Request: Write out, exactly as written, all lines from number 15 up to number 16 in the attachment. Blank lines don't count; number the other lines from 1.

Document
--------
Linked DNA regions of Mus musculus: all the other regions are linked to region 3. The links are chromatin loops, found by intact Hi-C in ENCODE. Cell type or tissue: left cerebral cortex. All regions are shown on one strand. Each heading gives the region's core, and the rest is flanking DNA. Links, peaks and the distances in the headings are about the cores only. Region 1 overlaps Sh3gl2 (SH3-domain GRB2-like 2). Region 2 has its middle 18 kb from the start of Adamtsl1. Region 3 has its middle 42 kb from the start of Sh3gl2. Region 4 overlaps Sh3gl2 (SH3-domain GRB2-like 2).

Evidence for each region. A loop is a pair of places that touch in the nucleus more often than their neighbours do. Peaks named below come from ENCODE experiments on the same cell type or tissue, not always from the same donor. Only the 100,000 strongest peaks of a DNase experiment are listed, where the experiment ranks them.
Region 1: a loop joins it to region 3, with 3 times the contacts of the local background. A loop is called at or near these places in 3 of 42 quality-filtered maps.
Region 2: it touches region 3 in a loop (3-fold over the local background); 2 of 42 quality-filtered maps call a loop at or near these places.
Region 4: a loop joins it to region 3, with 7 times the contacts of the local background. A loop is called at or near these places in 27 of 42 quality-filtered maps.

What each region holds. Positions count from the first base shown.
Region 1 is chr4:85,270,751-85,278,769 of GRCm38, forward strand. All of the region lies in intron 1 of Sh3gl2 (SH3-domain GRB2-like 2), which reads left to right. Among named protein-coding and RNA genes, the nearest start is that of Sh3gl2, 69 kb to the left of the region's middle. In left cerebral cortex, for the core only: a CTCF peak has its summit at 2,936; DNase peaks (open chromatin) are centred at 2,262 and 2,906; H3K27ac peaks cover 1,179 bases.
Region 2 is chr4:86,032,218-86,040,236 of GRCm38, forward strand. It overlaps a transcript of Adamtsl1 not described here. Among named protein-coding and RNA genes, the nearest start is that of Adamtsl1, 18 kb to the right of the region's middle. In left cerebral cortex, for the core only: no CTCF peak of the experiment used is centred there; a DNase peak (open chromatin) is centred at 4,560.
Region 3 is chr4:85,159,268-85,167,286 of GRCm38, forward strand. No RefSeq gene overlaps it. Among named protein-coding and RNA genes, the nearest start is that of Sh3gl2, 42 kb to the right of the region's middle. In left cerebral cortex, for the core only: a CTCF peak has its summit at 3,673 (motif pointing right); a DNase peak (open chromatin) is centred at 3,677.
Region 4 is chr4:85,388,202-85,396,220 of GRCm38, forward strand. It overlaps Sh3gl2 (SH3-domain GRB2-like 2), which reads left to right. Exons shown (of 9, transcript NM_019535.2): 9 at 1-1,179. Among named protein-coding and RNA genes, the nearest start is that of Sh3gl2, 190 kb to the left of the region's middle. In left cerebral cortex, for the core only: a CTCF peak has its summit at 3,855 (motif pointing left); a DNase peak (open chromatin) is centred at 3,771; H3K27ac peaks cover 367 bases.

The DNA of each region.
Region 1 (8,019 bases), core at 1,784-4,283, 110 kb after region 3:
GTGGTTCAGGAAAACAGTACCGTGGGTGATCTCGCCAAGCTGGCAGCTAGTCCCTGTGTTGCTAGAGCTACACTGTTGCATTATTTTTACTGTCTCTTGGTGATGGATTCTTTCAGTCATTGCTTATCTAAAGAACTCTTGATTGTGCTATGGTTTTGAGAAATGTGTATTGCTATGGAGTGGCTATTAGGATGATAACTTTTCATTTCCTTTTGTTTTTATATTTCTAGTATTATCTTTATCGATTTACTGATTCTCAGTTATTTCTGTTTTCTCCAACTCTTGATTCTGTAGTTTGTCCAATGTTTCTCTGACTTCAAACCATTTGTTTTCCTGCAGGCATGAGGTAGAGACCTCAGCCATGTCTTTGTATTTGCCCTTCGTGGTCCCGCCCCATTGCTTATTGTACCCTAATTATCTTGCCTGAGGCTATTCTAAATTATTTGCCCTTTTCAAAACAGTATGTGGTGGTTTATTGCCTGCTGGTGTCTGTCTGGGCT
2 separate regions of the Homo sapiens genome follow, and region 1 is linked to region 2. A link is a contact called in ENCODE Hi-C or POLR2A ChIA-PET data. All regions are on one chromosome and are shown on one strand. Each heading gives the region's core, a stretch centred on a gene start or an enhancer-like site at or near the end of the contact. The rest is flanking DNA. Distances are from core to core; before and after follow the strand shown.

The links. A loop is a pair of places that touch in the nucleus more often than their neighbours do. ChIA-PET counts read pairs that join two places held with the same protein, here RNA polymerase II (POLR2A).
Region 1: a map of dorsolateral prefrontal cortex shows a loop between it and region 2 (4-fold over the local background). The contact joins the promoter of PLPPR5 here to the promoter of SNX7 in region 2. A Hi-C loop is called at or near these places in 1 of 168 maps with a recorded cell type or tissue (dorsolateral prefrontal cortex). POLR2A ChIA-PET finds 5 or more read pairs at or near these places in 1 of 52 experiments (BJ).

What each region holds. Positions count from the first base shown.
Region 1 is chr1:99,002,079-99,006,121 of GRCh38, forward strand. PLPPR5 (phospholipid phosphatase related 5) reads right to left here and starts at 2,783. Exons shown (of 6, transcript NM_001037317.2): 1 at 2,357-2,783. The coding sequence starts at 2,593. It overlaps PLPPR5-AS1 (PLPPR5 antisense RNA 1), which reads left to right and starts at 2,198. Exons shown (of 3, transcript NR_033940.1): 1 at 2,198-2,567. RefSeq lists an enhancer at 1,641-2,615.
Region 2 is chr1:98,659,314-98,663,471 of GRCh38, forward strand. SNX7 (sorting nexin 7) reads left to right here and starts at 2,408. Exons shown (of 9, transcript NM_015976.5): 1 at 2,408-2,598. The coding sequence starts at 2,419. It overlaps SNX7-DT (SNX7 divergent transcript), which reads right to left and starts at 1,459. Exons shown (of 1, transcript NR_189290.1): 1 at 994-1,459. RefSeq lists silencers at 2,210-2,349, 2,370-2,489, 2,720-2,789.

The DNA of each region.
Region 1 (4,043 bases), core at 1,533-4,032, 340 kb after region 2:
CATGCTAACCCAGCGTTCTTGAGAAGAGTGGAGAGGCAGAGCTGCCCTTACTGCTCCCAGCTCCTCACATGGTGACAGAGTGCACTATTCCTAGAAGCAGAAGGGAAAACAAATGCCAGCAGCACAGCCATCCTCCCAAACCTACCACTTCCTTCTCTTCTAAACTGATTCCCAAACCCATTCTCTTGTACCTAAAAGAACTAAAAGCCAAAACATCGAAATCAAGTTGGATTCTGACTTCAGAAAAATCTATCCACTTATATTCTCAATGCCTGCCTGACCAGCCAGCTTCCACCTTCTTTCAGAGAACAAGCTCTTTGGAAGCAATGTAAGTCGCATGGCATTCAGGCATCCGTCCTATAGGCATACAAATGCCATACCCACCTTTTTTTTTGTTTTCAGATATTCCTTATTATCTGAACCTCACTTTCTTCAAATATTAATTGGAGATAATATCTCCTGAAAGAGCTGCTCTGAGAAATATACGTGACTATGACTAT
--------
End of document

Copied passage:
The links. A loop is a pair of places that touch in the nucleus more often than their neighbours do. ChIA-PET counts read pairs that join two places held with the same protein, here RNA polymerase II (POLR2A).
Region 1: a map of dorsolateral prefrontal cortex shows a loop between it and region 2 (4-fold over the local background). The contact joins the promoter of PLPPR5 here to the promoter of SNX7 in region 2. A Hi-C loop is called at or near these places in 1 of 168 maps with a recorded cell type or tissue (dorsolateral prefrontal cortex). POLR2A ChIA-PET finds 5 or more read pairs at or near these places in 1 of 52 experiments (BJ).